Where can we turn for clarification? We may assume we know the meaning of the word “conversation” and the word “fear,” leading us to adopt an incorrect understanding. Why? Because the word “conversation” had a different meaning three hundred years ago. However, if we consult a modern translation of the Bible, such as the Updated American Standard Version, we obtain the correct understanding: “In the same way, you wives, be submissive to your own husbands so that even if any of them are disobedient to the word, they may be won without a word by the behavior of their wives, as they observe your chaste and respectful behavior.” (1 Pet. 3:1, 2)
What a difference! It is primarily a wife’s righteous conduct that may win over an unbelieving husband, and it is not fear but profound respect that a Christian wife should display toward her husband. A modern translation has dispelled the confusion caused by language change, allowing the sun of understanding to illuminate our minds.
Let us now examine the Scripture in the King James Version at 1 Corinthians 10:24, 25: “Let no man seek his own, but every man another’s wealth. Whatsoever is sold in the shambles, that eat.” The modern reader might naturally ask: What does it mean to seek another person’s wealth? And what is the shambles, and what type of food is purchased there? A clear rendering in a modern Bible translation breaks through the hazy barrier to understanding: “Let each one keep seeking, not his own good, but that of the other person. Eat whatever is sold in the meat market without raising questions for the sake of conscience.” (UASV) How clear it is now! We are not to covet another person’s material possessions but rather pursue actions that benefit them. And the “shambles” simply refers to a meat market.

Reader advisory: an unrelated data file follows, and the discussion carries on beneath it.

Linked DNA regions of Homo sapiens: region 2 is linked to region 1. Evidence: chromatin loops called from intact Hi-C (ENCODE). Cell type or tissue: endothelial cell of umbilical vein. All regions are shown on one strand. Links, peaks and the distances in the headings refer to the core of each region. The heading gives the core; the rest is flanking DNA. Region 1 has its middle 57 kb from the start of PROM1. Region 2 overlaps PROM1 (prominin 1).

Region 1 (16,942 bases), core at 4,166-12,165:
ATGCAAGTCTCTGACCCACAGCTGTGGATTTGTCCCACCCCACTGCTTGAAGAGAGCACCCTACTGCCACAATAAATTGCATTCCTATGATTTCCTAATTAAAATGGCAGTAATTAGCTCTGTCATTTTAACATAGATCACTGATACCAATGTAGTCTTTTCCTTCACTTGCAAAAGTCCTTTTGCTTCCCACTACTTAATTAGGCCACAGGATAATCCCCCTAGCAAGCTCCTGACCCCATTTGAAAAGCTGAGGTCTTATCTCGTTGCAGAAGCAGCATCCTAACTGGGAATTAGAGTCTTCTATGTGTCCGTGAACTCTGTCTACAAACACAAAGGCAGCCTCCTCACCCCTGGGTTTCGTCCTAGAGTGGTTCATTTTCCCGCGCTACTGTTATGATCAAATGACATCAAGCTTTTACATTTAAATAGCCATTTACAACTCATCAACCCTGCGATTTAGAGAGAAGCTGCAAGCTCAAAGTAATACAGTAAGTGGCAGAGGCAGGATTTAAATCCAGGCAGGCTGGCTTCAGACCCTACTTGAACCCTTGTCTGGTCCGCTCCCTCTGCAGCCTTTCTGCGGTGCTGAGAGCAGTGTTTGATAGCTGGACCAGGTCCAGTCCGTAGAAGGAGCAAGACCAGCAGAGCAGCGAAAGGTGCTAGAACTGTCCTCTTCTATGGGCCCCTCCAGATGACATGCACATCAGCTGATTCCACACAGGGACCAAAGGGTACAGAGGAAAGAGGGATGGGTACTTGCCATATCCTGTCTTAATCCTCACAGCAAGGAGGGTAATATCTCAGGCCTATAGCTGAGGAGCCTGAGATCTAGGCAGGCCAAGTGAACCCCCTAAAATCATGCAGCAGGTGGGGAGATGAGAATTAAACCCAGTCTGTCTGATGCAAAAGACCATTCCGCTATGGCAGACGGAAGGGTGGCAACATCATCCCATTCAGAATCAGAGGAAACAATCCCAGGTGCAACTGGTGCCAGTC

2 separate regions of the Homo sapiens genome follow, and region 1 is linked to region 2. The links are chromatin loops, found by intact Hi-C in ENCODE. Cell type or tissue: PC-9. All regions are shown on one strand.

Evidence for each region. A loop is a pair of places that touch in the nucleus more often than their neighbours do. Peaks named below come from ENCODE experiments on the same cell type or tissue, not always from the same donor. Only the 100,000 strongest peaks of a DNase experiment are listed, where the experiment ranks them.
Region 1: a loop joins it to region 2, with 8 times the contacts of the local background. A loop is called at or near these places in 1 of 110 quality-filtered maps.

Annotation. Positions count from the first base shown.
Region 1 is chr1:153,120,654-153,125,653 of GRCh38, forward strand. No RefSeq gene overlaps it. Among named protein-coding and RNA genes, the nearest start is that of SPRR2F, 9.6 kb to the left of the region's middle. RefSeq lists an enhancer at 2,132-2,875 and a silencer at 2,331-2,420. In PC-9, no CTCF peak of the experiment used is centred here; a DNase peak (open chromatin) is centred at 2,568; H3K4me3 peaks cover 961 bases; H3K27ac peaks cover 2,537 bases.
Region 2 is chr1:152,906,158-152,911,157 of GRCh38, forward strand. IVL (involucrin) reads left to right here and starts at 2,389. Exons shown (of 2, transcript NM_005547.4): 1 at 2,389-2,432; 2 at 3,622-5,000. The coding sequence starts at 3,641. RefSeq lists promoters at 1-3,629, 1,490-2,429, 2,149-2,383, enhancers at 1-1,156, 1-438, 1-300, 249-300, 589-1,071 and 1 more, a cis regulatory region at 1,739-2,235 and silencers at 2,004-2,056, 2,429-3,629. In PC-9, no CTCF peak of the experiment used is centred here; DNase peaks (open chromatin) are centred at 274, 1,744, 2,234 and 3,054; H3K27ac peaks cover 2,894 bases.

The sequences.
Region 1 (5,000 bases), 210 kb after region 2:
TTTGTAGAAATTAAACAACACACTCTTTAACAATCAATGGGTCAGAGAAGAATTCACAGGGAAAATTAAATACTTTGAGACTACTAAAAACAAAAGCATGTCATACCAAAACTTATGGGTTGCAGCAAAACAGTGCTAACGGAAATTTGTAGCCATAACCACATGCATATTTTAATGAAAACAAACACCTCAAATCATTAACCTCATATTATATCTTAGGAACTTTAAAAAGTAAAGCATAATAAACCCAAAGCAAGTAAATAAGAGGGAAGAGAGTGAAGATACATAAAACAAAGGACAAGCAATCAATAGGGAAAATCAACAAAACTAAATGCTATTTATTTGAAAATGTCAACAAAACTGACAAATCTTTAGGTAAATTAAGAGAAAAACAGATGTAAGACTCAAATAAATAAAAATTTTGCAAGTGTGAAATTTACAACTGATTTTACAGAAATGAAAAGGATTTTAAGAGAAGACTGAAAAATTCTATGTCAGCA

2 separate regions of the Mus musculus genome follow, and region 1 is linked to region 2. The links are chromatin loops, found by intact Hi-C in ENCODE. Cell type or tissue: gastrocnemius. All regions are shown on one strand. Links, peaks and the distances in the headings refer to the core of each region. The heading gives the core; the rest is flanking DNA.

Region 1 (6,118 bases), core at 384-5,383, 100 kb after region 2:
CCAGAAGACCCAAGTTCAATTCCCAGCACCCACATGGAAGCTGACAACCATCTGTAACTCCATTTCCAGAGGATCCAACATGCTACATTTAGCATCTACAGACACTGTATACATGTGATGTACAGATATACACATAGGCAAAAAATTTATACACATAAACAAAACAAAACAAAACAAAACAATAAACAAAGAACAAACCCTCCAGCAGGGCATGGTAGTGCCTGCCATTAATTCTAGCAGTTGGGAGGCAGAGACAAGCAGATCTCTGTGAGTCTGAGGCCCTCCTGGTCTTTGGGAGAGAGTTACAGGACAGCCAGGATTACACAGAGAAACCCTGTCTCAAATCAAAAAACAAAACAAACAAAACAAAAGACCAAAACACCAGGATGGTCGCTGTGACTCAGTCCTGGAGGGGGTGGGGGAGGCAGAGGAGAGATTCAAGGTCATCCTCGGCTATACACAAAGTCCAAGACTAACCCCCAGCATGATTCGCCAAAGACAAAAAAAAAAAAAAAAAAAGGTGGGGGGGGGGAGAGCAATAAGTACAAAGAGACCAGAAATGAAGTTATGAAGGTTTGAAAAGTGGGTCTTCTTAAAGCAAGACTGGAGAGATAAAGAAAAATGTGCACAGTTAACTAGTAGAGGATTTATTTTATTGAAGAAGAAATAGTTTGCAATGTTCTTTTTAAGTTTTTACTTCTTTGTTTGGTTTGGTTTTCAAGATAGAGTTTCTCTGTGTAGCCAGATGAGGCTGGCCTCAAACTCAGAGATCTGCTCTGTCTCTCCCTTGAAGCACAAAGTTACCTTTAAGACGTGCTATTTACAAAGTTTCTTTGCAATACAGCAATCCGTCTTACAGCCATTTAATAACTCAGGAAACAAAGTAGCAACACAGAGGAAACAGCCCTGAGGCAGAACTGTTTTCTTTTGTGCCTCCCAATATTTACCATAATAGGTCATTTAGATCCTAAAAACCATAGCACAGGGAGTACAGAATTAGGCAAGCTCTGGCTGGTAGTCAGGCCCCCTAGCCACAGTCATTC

Consider the word “addicted.” Does it not suggest compulsively following a habit, typically a negative one? However, three hundred years ago, the word did not carry this negative connotation. Hence, when we read the King James Version at 1 Corinthians 16:15, “They have addicted themselves to the ministry of the saints,” it prompts us to question whether this is commendable or not. The Updated American Standard Version clarifies the matter: “They have devoted themselves to ministering to the holy ones,” which is indeed praiseworthy.
LANGUAGE OBSCURES UNDERSTANDING
The King James translators employed certain words that are no longer in common use today. When we come across these words, our comprehension may slow down significantly. Even worse, it is akin to participating in a race while blindfolded, causing us to stumble and fall. Mentally, a reader of the King James Version may stumble and falter when encountering archaic words. In Jeremiah 4:22, God’s prophet states, “For my people is foolish, they have not known me; they are sottish children.” What kind of children are being referred to here? A modern translation clears away the debris of an obsolete word, paving the way for understanding: “For my people are foolish; they know me not; they are stupid children.” (RSV)
Another stumbling block to understanding in the King James Version is the word “overcharge.” What does the phrase “that I may not overcharge you all” mean? The obstacle to comprehension is removed by the Updated American Standard Version, which reads: “so that I would not be burdensome to you all.” (2 Cor. 2:5, UASV) By employing modern translations, we can remove these roadblocks to understanding and navigate the pathway with clarity.
DISTORTING GOD’S WORD